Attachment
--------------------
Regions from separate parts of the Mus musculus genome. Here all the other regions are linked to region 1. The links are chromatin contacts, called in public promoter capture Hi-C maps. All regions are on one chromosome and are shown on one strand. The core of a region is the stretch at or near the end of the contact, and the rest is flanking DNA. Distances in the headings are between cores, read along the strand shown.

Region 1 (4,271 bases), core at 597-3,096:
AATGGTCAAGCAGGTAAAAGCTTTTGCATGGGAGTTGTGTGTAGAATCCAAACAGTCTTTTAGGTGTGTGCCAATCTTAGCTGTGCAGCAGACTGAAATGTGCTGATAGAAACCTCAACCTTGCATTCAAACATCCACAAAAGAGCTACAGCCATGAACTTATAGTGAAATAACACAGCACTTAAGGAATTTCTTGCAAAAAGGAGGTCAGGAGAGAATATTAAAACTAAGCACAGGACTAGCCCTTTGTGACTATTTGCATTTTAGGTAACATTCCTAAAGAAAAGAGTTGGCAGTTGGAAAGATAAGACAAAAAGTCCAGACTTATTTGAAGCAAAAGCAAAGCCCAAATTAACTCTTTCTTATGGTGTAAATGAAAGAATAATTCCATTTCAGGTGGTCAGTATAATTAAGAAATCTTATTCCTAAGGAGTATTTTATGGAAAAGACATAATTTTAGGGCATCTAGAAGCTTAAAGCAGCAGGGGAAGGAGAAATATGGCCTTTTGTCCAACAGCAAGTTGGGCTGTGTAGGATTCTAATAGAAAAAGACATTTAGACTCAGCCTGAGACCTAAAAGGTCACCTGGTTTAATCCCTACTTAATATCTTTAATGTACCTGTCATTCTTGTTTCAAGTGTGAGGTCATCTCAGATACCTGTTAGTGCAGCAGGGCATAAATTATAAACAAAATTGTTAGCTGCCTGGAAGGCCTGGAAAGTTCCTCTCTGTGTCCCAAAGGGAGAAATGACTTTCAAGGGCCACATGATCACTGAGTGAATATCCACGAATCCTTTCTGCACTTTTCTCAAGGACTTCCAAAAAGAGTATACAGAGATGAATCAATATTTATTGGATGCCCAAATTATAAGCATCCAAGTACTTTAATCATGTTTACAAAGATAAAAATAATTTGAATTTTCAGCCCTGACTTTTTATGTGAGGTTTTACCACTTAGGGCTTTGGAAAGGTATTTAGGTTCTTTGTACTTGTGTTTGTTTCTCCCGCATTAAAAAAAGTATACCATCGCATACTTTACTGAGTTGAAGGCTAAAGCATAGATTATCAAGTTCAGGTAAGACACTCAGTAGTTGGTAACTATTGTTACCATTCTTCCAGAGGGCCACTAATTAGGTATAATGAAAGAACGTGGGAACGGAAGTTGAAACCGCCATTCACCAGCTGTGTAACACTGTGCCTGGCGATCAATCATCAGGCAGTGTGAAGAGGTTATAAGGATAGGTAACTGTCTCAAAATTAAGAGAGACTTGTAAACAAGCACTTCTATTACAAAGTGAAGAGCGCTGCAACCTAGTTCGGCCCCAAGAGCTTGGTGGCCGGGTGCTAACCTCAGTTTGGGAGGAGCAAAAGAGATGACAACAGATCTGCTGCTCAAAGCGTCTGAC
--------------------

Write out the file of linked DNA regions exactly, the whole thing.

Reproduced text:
Regions from separate parts of the Mus musculus genome. Here all the other regions are linked to region 1. The links are chromatin contacts, called in public promoter capture Hi-C maps. All regions are on one chromosome and are shown on one strand. The core of a region is the stretch at or near the end of the contact, and the rest is flanking DNA. Distances in the headings are between cores, read along the strand shown.

Region 1 (4,271 bases), core at 597-3,096:
AATGGTCAAGCAGGTAAAAGCTTTTGCATGGGAGTTGTGTGTAGAATCCAAACAGTCTTTTAGGTGTGTGCCAATCTTAGCTGTGCAGCAGACTGAAATGTGCTGATAGAAACCTCAACCTTGCATTCAAACATCCACAAAAGAGCTACAGCCATGAACTTATAGTGAAATAACACAGCACTTAAGGAATTTCTTGCAAAAAGGAGGTCAGGAGAGAATATTAAAACTAAGCACAGGACTAGCCCTTTGTGACTATTTGCATTTTAGGTAACATTCCTAAAGAAAAGAGTTGGCAGTTGGAAAGATAAGACAAAAAGTCCAGACTTATTTGAAGCAAAAGCAAAGCCCAAATTAACTCTTTCTTATGGTGTAAATGAAAGAATAATTCCATTTCAGGTGGTCAGTATAATTAAGAAATCTTATTCCTAAGGAGTATTTTATGGAAAAGACATAATTTTAGGGCATCTAGAAGCTTAAAGCAGCAGGGGAAGGAGAAATATGGCCTTTTGTCCAACAGCAAGTTGGGCTGTGTAGGATTCTAATAGAAAAAGACATTTAGACTCAGCCTGAGACCTAAAAGGTCACCTGGTTTAATCCCTACTTAATATCTTTAATGTACCTGTCATTCTTGTTTCAAGTGTGAGGTCATCTCAGATACCTGTTAGTGCAGCAGGGCATAAATTATAAACAAAATTGTTAGCTGCCTGGAAGGCCTGGAAAGTTCCTCTCTGTGTCCCAAAGGGAGAAATGACTTTCAAGGGCCACATGATCACTGAGTGAATATCCACGAATCCTTTCTGCACTTTTCTCAAGGACTTCCAAAAAGAGTATACAGAGATGAATCAATATTTATTGGATGCCCAAATTATAAGCATCCAAGTACTTTAATCATGTTTACAAAGATAAAAATAATTTGAATTTTCAGCCCTGACTTTTTATGTGAGGTTTTACCACTTAGGGCTTTGGAAAGGTATTTAGGTTCTTTGTACTTGTGTTTGTTTCTCCCGCATTAAAAAAAGTATACCATCGCATACTTTACTGAGTTGAAGGCTAAAGCATAGATTATCAAGTTCAGGTAAGACACTCAGTAGTTGGTAACTATTGTTACCATTCTTCCAGAGGGCCACTAATTAGGTATAATGAAAGAACGTGGGAACGGAAGTTGAAACCGCCATTCACCAGCTGTGTAACACTGTGCCTGGCGATCAATCATCAGGCAGTGTGAAGAGGTTATAAGGATAGGTAACTGTCTCAAAATTAAGAGAGACTTGTAAACAAGCACTTCTATTACAAAGTGAAGAGCGCTGCAACCTAGTTCGGCCCCAAGAGCTTGGTGGCCGGGTGCTAACCTCAGTTTGGGAGGAGCAAAAGAGATGACAACAGATCTGCTGCTCAAAGCGTCTGAC